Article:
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Home > Blog > Blog > Healthy Fascia

What does bad posture, uneven body symmetry, poor mobility, lack of flexibility, feeling weak and tired, and cellulite all have in common?
They are symptoms of unhealthy fascia!

Now that hot tubes, saunas, steam rooms and massages aren’t possible for most of the country, we thought it would be a great time to pass along some tips to keep your fascia healthy.

What is Fascia?

Fascia (Latin for “band”) is tough, stretchy and encompasses all muscles and internal organs. It is everywhere.  Fascia keeps everything in our body where it belongs.  However, we often overlook fascia as something we need to consciously take care of.

Athletes have blamed tight fascia for lack of flexibility, weakness, and poor performance.  Now, cutting-edge doctors are pointing to unhealthy fascia for more and more issues from poor posture to cellulite.  Following are some tips to keep fascial tissue functioning properly

Stress

Have you ever had a loved one walk up behind and rub your traps and neck and exclaim how tight and stressed you feel? Stress causes fascia tissue to become tight and irritated.  A lot can be written about stress mitigation but here are the basics:
Do activities that engage the parasympathetic nervous system like taking CBD, sleeping, meditating, yoga, a float tank, a light bike ride or jog, deep sleep, and nature walks.   I won’t expound on the autonomic nervous system in this email, but it is imperative to take action to consciously transfer your body from the sympathetic nervous system into the parasympathetic nervous system.  Yin and Yang, zig and zag, you get the picture.

Diet

Understanding the enteric nervous system can greatly reduce stress as well. The enteric nervous system, commonly known as the “second brain,” is responsible for digestion.  There are hundreds of millions of neurons keeping the brain and digestive system in communication. Follow your gut…gut reaction that is.  Sometimes following your gut instinct isn’t far off from listening to your brain (although, I wouldn’t balance your check book with your gut!).  Anyhow, this nervous system runs from esophagus to anus, taking care of our gastric system.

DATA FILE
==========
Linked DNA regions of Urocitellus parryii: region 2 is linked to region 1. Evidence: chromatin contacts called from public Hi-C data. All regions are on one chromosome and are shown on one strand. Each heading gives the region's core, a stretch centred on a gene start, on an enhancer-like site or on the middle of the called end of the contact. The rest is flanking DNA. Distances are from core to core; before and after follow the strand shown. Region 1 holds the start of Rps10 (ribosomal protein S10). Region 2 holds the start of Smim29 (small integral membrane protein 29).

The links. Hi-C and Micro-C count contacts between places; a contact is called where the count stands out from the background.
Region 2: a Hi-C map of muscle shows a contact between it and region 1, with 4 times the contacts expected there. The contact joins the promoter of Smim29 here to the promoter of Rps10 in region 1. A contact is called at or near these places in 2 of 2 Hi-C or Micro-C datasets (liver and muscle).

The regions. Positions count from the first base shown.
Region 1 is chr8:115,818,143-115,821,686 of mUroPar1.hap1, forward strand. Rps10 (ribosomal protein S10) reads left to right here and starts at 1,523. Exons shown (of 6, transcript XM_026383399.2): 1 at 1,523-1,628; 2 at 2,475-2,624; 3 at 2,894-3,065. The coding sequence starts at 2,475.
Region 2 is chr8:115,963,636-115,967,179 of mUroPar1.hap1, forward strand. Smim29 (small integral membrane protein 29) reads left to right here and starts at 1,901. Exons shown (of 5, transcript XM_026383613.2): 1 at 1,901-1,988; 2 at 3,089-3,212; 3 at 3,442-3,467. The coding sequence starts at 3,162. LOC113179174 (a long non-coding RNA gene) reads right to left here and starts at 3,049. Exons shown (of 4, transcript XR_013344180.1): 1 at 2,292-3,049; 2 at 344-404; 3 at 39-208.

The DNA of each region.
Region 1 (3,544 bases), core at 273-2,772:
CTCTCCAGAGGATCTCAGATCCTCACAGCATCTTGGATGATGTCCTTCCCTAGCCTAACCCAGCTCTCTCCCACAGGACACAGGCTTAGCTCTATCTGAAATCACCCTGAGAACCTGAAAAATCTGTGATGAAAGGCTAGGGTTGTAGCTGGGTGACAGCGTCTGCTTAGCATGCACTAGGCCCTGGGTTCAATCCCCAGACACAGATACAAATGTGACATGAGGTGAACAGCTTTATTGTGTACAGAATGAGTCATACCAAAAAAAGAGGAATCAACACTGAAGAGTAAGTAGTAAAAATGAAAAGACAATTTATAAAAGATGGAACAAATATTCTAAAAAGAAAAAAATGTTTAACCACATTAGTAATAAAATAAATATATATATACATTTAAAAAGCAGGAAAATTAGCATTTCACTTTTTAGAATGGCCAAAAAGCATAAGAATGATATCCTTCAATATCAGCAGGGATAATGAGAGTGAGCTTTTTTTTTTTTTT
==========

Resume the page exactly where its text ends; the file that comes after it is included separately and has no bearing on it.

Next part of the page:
When we stress out the enteric nervous system, it tells the central nervous system and stress, anxiety, and even depression ensue. How do we de-stress our enteric system?  By eating and drinking healthy.  I won’t go into diet tips to keep this email manageable, but there are a ton of resources out there.  We strongly recommend that people with autoimmune issues do an allergy test just to make sure their “health food” isn’t fighting with their bodies…more on that in another email.

Hydration

The human body is composed of 60% water.  Fascia is a tough, stretchy band but if it is dehydrated, it becomes inflexible and gummy.  Therefore, you become inflexible and prone to injury.  The fascia should be supple and pliable, gliding and sliding over muscles.  Drying it out gums up the connective tissues.  When these tissues stick together the muscles cannot function properly, resulting in injury.

I won’t jump into the “how much water should you drink” debate, but here’s a little ratio that makes sense. Take your body weight in pounds, cut it in half and drink that amount water in ounces per day.  For example: I weigh (don’t judge) 240 lbs, so I drink 120 ounces per day or fifteen, 8-ounce glasses of water per day. There are 128 ounces in a gallon.